Wednesday, January 30, 2019

Five of the best books about veganism

Bee Wilson is a celebrated food writer, food historian, and author. Her books include First Bite: How We Learn to Eat and Consider the Fork: A History of How We Cook and Eat. She has been named BBC Radio's food writer of the year and is a three-time Guild of Food Writers food journalist of the year. She writes a monthly column on food in the Wall Street Journal. She lives in Cambridge, England.

Wilson's newest book is The Way We Eat Now: How the Food Revolution Has Transformed Our Lives, Our Bodies, and Our World.

One of her five favorite books about veganism, as shared at the Guardian:
Vegetarianism had a surprising flowering in late 19th-century Britain, as Colin Spencer describes in his comprehensive Vegetarianism: A History. As he recounts, there were multiple groups of campaigners in the 1880s who saw a non-animal diet as part of wider social radicalism. Many Victorian vegetarians were also pacifists or Fabians. Some of them were what Gandhi called “vegetarian extremists”, abstaining from milk and butter and well as meat.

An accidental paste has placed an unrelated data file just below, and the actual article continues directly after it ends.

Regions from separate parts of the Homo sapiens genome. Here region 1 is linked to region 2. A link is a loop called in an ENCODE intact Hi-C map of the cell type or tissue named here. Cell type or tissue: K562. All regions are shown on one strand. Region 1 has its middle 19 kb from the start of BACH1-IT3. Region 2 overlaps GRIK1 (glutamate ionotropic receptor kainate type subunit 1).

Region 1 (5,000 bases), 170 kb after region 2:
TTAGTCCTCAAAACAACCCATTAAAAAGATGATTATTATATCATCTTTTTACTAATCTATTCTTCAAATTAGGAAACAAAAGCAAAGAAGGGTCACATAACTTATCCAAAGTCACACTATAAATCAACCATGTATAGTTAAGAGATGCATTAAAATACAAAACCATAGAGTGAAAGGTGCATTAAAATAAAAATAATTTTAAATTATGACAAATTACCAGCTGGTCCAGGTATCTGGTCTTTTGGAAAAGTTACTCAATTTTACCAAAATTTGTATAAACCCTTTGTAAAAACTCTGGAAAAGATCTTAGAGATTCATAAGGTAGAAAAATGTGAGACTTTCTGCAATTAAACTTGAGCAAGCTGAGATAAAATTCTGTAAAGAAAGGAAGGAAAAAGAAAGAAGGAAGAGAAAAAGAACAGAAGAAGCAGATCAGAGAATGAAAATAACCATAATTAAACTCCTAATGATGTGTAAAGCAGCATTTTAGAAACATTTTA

Clearly, there have been de facto vegans for a long time, but the word itself was only invented in 1944. That year, the Vegan Society broke away from the Vegetarian Society on the grounds that, as Spencer explains: “The dairy herd is inextricably mixed up with the meat industry; three-quarters of beef production stems from it, and milk production entails the removal of the calves from their mothers when they are a few days old.”
Read about the other books Wilson tagged.

--Marshal Zeringue